Our builds are as follows:

PC builds are always challenged by commenters with alternative component options and whatifs and whatabouts. We took this to mean that PC build lists need more comparative tests, so we tested two different variants of this build: One with a single stick of RAM versus two sticks of RAM, because you can sometimes save money by going 1 stick, and then one with a GTX 1050 versus an RX 560. This should give a somewhat wide spread of understanding for what a base platform G4560 and HD3 motherboard can achieve.

This gaming PC build targets a sub-$500 price, using budget parts, like the Intel G4560 and RX 560/GTX 1050, in order to achieve a machine capable of playing games at 1080p/High or Medium.

Prices are crazy volatile right now. When we started this project, there were discounts on memory and power supplies that dropped an additional $40 off the price at the time of filming. In all likelihood, once this goes live on Cyber Monday, those sales will probably be re-applied either directly or to directly competing products. Nonetheless, we can say that this build is under $500 – it’s been as low as $430, at times, depending on the sales, but always under $500.

Now that it’s officially Cyber Monday, we’ve still been combing through sales online, and we’ll continue to do so throughout the holiday season. As such, we thought it might be a good idea to throw together a quick and dirty PC build based on some of the better deals we’ve seen, in the event anyone is currently or looking to piece together an entire system. Our target was $1000 or less, and we’ve managed to assemble a pretty potent gaming machine for right under that.

Admittedly, $1,000 is a bit steep for a mid-range build—an upper-scale mid-range, no doubt—but still mid-range. This is the part where we insert the disclaimer about the voracious prices on RAM, SSDs, and GPUs. Alas, such are the times.

This gaming PC build for under $1000 uses an AMD Ryzen R5 CPU, a GTX 1060 3GB card, and 16GB of memory to provide a foundation for hobbyist or semi-professional workstation uses.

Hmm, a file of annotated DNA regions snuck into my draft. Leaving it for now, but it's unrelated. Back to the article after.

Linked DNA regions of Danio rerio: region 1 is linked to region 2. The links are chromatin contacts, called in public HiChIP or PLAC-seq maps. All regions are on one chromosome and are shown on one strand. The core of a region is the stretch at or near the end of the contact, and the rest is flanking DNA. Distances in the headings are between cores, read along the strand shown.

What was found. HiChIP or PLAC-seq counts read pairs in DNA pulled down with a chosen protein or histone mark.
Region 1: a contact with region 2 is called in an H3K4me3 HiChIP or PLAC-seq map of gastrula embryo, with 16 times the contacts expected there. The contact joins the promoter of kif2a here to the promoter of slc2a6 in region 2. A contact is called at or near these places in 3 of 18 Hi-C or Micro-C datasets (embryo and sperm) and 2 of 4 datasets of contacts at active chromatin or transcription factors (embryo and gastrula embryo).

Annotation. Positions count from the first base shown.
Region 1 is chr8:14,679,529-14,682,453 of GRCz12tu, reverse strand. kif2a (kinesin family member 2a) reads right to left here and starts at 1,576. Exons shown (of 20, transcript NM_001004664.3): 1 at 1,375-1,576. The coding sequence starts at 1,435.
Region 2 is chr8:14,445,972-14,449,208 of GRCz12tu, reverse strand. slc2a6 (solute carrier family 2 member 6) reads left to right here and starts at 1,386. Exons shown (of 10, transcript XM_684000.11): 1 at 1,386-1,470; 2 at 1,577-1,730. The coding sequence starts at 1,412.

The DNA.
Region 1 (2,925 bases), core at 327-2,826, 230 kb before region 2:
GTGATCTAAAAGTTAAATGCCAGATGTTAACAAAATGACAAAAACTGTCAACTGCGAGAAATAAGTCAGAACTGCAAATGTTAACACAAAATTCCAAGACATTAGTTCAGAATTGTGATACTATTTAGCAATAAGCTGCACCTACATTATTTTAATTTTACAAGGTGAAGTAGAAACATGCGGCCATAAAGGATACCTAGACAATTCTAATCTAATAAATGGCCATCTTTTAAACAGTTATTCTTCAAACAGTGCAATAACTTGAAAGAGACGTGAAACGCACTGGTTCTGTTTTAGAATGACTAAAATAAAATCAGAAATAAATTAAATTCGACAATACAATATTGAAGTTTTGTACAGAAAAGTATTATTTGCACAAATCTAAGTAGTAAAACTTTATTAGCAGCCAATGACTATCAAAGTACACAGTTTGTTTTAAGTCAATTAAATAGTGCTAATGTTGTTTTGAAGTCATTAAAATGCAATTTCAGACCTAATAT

Unlike our recent Threadripper Workstation build, this one is squarely aimed at gaming and a mix of “content creator” type tasks; the R5 and additional memory will abet in light productivity workloads. Should anyone be considering serious overclocking, certainly pick up the optional cooler listed below, and maybe consider a move to X370 with a better VRM and heatsink.

Intel’s Kaby Lake launched to a sweeping shrug of insouciance amongst enthusiasts, as the upper-end Core Series parts—aside from the manifest overclocking headroom—failed to provide any prominent impact. While the i3-7350K attracted the gaze of frugal-minded overclockers for being the first unlocked i3, it is simply priced too close to the neighboring Core i5 CPUs. Yet, Kaby Lake may still hold a gift for budget builders: the Pentium G4560, arguably the most interesting aspect of Kaby Lake.

The Pentium G4560, alongside its G4600 ($87) and G4620 brethren, received a boon in the form of boosted core clocks and enabled Hyper-Threading. This marks the first time Intel has released a Hyper-Threaded Pentium since the Pentium 4. The G4560 is of particular interest for a being a 2C/4T processor at ~$70, making it roughly half the price of both the i3-7100 and 6100 (see here). The G4560 can’t cannibalize the i3 line entirely, as cost cuts come by way of a hamstrung iGPU (HD Graphics 610 vs. 630) and stripped AVX instruction support; now, the former is largely a non-issue for our audience, as even pennywise builders usually opt for a discrete GPU. The latter can prove a hitch for strenuous workloads; i.e., certain types of encoding, video capture, and blender rendering. Still, we—and likely any of our readers interested in a processor like this—are far more interested in raw gaming potential at the cost.

It’s been a few months since our last PC build--in fact, it was published well before Ryzen was released. For our first post-Ryzen build, we’ve pulled together some of the components we liked best in testing to make an affordable ultrawide gaming machine. As we did in January, we pulled parts out of inventory and actually assembled and tested this PC to back up our recommendations--we’ll try to continue doing this going forward.

This gaming PC build is priced at just over $1000 -- about $1200, depending on rebates -- and is made for UltraWide 3440x1440 gaming. Our goal is to take reasonably affordable parts and show that UltraWide 1440p gaming is feasible, even while retaining high settings, without buying the most expensive GPUs and CPUs on the market. We’re only using parts in this build that we actually have, so that partially dictates cost (yes, you might be able to do some things cheaper -- like the motherboard), but it also means that we’ve had time to build, validate, and use the system in a real environment. In these early days of Ryzen as a new uarch, that’s important. We’ve done the hard work of troubleshooting a functional build. All you’d have to do is assemble it, configure BIOS, and go.